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I'm trying to write my own export script, and I'm not sure how to reference the uv coordinates as an element array, similar to how .obj format works (ie. you have a list of all uv coordinates "vt s t" and each face selects the correct index). I looked at previous threads on similar things, but there doesn't seem to be anything similar to my issue. Do I need to hash all uv coordinates and compute the index for each face myself? Or is there a built-in way to do this? How does the .obj exporter work? Also, for further reference, is it possible to see the python source for the .obj exporter?

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  • $\begingroup$ It would be nice if you could post your edit as an answer. $\endgroup$ – stacker Mar 22 '14 at 10:28
  • $\begingroup$ @stacker And done! $\endgroup$ – spearmunkie Mar 22 '14 at 10:40
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I found the .obj export source in /usr/share/blender It's probably different on your computer, the best place to see where you can find it is to go into user preference under Addons. It seems like the official exporter just creates a hash map of uv coordinates. This seems to be where the magic happens.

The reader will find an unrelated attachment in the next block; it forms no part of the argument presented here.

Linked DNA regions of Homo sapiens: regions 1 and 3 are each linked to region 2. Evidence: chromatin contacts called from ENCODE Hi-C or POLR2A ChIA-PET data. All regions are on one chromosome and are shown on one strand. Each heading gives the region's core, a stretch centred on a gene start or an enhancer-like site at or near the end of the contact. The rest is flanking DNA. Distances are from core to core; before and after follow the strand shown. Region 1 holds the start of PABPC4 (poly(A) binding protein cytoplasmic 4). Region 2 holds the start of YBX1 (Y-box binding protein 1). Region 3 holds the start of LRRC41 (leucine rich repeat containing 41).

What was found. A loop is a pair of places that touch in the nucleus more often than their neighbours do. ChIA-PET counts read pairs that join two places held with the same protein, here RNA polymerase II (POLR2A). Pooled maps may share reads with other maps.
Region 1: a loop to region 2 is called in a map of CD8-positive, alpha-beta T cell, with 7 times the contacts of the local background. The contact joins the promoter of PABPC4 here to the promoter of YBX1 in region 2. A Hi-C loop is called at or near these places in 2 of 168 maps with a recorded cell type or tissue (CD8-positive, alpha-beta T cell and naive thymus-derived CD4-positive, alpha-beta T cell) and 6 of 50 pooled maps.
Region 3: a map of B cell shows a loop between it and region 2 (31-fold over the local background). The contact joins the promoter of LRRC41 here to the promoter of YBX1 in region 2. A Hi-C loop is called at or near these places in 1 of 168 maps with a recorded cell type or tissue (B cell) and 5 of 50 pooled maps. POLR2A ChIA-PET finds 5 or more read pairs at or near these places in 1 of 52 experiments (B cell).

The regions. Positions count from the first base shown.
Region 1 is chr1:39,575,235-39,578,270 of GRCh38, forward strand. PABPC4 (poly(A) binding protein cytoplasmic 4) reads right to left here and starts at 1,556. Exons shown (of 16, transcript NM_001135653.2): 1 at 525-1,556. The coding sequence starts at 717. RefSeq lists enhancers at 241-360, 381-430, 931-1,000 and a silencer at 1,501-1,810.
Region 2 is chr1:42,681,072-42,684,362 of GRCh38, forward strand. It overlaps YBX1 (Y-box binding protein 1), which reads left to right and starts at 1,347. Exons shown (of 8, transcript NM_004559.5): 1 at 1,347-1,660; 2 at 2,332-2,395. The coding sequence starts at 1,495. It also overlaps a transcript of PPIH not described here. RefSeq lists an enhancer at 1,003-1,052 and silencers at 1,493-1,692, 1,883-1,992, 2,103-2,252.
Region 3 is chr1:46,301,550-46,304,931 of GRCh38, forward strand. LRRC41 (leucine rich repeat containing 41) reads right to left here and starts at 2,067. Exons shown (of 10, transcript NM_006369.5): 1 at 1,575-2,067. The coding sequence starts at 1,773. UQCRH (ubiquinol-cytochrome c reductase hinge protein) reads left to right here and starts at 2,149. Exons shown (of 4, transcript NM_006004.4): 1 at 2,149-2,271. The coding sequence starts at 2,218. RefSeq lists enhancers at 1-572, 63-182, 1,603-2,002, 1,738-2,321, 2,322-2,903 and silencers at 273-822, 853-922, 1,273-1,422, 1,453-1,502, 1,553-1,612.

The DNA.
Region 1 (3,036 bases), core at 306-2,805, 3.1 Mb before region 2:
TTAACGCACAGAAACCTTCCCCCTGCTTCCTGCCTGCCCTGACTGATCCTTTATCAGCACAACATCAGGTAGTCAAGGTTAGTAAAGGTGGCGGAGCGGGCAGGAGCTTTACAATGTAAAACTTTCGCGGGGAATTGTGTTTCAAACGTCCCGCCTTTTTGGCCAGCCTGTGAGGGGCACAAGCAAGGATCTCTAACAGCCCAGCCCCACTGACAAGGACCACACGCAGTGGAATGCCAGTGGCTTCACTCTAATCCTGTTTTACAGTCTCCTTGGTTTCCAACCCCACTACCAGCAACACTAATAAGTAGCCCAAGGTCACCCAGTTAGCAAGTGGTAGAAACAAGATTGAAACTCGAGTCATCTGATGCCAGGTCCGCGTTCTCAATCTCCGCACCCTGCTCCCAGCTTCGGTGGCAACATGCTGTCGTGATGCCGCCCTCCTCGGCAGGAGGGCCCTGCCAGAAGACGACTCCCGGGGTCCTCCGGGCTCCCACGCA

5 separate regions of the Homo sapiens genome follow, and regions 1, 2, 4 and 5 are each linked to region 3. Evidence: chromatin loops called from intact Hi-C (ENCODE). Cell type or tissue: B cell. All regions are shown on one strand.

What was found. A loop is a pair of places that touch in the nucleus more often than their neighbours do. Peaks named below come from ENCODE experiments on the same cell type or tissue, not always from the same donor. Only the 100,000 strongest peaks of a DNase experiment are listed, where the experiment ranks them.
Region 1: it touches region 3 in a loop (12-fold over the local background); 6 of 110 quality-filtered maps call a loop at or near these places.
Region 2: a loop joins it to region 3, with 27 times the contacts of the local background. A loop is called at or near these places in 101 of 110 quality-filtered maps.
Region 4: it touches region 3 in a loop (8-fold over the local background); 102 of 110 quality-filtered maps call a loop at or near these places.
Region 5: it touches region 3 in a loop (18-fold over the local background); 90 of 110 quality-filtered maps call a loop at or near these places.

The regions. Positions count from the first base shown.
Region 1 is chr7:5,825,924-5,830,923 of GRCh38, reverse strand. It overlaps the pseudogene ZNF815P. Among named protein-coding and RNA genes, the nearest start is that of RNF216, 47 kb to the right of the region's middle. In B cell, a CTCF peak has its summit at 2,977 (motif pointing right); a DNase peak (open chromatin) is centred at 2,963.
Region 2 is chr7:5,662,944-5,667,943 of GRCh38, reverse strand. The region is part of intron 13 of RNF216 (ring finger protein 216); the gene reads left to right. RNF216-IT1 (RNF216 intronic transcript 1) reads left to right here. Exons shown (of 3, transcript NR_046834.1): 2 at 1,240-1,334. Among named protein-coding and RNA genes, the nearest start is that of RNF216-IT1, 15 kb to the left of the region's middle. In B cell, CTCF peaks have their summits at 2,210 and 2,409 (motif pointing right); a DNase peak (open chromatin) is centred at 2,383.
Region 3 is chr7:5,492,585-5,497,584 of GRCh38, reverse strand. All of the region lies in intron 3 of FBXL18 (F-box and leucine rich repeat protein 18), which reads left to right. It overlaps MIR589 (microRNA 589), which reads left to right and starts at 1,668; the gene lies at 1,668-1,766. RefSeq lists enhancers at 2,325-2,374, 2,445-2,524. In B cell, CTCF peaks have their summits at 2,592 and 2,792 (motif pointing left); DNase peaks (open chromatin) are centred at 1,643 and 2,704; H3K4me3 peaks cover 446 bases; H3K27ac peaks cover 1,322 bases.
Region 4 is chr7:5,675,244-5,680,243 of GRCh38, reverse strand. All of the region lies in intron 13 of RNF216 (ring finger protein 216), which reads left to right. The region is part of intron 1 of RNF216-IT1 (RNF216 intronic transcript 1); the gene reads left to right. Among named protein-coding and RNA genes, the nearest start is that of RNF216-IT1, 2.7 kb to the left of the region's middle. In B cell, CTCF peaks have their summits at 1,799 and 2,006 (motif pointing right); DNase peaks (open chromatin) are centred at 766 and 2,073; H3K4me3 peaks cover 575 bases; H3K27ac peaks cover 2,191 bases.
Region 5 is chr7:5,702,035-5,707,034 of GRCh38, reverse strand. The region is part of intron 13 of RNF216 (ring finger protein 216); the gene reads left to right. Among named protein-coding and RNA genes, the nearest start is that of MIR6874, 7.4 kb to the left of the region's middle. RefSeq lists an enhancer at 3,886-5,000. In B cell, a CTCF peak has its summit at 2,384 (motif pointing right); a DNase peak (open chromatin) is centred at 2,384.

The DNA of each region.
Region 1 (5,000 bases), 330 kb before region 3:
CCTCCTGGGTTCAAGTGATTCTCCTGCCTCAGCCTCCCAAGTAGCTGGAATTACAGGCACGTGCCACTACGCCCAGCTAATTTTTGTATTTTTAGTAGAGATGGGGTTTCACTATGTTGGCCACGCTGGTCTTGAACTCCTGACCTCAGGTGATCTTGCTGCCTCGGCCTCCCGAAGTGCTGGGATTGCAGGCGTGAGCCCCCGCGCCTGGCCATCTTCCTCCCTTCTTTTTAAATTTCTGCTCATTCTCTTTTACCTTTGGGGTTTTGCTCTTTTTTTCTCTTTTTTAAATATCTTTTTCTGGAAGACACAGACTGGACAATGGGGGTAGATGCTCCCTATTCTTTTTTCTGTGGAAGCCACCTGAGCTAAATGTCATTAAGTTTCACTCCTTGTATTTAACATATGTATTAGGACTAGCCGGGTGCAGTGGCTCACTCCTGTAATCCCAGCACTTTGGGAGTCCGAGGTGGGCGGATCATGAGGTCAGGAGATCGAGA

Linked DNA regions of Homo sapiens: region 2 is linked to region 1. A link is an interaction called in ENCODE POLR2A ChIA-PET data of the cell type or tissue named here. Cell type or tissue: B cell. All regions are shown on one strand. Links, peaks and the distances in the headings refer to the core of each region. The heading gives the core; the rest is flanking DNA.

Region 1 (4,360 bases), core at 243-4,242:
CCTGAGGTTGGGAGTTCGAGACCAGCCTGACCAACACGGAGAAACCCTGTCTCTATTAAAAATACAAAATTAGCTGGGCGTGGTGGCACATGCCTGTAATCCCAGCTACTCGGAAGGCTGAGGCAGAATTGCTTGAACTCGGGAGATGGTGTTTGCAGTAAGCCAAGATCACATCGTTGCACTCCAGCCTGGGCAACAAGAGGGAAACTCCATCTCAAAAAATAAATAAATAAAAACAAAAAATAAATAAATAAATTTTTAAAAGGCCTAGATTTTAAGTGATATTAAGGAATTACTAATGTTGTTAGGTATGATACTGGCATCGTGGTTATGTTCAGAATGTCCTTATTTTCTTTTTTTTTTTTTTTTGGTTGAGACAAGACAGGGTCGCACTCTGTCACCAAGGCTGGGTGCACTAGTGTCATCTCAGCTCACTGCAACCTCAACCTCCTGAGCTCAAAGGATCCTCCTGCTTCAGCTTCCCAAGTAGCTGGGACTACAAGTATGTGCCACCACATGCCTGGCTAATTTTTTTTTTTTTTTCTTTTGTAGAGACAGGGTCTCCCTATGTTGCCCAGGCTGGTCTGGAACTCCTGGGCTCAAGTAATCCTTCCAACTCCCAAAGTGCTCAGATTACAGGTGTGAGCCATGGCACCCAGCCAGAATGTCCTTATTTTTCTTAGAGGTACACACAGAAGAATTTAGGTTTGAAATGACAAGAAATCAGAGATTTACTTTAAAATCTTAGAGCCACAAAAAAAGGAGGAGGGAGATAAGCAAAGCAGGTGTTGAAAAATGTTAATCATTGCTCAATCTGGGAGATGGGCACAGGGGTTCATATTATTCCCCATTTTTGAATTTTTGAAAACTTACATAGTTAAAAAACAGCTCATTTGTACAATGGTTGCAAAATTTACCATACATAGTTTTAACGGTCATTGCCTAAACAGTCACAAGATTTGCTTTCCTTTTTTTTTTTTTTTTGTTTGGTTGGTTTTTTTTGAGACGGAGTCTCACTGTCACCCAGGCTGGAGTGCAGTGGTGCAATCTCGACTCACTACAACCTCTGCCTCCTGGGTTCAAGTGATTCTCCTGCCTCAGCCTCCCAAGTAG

# Make our own list so it can be sorted to reduce context switching
    face_index_pairs = [(face, index) for index, face in enumerate(me.polygons)]
        uv = f_index = uv_index = uv_key = uv_val = uv_ls = None

        uv_face_mapping = [None] * len(face_index_pairs)

        uv_dict = {}
        uv_get = uv_dict.get
        for f, f_index in face_index_pairs:
            uv_ls = uv_face_mapping[f_index] = []
            for uv_index, l_index in enumerate(f.loop_indices):
                uv = uv_layer[l_index].uv
                uv_key = veckey2d(uv)
                uv_val = uv_get(uv_key)
                if uv_val is None:
                    uv_val = uv_dict[uv_key] = uv_unique_count
                    fw('vt %.6f %.6f\n' % uv[:])
                    uv_unique_count += 1
                uv_ls.append(uv_val)

Since I answered my own question, should this be deleted? I feel like this has some value to other people who may want to do something similar, as this is a specific and non-trivial task.

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  • $\begingroup$ Answering your own questions is fine, you even have the option to answer as you post the question, it is a way to share your knowledge with others. $\endgroup$ – sambler Mar 23 '14 at 1:48

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